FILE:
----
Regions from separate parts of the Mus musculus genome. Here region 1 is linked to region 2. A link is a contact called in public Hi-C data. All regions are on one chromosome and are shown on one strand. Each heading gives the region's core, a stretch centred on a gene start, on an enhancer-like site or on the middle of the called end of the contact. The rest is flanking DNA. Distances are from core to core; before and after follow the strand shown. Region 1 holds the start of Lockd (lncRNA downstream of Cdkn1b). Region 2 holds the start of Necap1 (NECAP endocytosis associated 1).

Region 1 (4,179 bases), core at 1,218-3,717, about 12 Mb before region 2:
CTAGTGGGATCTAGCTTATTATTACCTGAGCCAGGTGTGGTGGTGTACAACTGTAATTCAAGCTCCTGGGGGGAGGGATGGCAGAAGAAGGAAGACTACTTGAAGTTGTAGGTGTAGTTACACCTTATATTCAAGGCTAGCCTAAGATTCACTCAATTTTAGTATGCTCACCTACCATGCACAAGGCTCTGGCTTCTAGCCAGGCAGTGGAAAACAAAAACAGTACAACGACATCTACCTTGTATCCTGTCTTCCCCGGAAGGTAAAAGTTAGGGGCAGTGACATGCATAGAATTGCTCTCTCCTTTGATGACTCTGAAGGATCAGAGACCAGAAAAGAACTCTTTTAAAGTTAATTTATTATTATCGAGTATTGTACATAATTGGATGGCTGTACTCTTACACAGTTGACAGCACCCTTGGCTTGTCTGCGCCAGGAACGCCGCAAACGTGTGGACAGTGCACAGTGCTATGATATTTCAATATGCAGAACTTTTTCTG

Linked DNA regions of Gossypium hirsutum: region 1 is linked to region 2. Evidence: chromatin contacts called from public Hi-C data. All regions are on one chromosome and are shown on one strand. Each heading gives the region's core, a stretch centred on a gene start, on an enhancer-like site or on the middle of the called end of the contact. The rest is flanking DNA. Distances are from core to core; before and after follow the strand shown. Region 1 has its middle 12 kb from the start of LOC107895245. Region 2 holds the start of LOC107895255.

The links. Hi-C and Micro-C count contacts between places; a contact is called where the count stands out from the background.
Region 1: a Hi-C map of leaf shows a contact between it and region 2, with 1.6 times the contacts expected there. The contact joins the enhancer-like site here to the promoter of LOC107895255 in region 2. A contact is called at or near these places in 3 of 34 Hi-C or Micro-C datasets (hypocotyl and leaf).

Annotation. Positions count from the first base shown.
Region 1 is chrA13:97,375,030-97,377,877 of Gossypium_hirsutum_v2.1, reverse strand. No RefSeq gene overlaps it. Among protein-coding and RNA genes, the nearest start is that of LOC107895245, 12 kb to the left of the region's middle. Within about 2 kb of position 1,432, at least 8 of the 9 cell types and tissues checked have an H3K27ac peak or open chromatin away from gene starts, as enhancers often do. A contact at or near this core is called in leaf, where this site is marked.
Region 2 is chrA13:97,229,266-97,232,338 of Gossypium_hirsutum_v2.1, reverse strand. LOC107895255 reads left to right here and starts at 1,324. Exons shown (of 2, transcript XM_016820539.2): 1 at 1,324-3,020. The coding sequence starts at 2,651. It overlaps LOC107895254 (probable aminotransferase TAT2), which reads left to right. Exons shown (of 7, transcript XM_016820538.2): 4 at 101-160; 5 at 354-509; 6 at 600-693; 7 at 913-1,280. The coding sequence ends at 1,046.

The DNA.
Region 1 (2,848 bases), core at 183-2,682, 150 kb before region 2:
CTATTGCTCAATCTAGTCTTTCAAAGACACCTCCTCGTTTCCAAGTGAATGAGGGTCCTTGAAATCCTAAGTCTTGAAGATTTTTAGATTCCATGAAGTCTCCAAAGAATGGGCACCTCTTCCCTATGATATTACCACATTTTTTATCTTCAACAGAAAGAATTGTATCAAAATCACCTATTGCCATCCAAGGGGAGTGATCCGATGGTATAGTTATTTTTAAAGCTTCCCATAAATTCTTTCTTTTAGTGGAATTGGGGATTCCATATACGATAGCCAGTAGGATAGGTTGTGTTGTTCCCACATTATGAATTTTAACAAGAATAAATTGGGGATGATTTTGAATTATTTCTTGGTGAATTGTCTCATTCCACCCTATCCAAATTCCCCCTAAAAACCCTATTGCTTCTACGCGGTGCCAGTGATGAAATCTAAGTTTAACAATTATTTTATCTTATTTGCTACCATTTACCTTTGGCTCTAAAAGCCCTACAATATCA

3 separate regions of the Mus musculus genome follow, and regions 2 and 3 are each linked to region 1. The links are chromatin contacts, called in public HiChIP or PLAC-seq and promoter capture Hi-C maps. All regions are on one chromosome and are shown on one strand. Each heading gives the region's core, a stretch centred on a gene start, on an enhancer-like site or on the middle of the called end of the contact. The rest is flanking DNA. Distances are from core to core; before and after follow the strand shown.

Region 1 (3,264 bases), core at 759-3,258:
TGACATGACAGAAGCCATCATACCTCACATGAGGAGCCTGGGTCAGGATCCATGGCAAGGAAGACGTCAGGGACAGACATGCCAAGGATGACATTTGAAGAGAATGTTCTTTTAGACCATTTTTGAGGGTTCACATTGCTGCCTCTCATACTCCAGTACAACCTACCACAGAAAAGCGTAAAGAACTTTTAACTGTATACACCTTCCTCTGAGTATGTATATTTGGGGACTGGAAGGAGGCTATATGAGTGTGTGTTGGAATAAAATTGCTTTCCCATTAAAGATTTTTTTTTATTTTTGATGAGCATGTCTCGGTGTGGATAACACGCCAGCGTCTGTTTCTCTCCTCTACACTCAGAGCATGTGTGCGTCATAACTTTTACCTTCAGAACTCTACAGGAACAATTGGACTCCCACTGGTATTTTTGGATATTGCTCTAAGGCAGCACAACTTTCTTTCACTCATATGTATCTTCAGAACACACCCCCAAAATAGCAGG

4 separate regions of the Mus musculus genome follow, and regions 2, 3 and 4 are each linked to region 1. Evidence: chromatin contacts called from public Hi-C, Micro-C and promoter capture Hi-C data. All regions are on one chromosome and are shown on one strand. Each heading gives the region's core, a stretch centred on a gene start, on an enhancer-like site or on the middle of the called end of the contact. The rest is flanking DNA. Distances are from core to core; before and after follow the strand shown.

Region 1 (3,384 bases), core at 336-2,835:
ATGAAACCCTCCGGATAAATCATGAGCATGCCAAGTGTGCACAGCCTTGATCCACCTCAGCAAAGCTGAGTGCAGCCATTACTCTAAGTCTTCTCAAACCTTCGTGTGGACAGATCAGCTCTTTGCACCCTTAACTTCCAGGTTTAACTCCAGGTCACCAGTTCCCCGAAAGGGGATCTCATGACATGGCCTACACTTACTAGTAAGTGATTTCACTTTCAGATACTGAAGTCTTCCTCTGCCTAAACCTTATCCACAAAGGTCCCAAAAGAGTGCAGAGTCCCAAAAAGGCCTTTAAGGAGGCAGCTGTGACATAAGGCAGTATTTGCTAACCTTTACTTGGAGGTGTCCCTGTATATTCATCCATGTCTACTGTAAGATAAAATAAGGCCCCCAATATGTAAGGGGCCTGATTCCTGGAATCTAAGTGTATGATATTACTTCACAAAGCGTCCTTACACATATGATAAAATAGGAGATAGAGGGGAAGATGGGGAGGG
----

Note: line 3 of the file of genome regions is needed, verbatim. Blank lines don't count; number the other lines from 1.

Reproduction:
CTAGTGGGATCTAGCTTATTATTACCTGAGCCAGGTGTGGTGGTGTACAACTGTAATTCAAGCTCCTGGGGGGAGGGATGGCAGAAGAAGGAAGACTACTTGAAGTTGTAGGTGTAGTTACACCTTATATTCAAGGCTAGCCTAAGATTCACTCAATTTTAGTATGCTCACCTACCATGCACAAGGCTCTGGCTTCTAGCCAGGCAGTGGAAAACAAAAACAGTACAACGACATCTACCTTGTATCCTGTCTTCCCCGGAAGGTAAAAGTTAGGGGCAGTGACATGCATAGAATTGCTCTCTCCTTTGATGACTCTGAAGGATCAGAGACCAGAAAAGAACTCTTTTAAAGTTAATTTATTATTATCGAGTATTGTACATAATTGGATGGCTGTACTCTTACACAGTTGACAGCACCCTTGGCTTGTCTGCGCCAGGAACGCCGCAAACGTGTGGACAGTGCACAGTGCTATGATATTTCAATATGCAGAACTTTTTCTG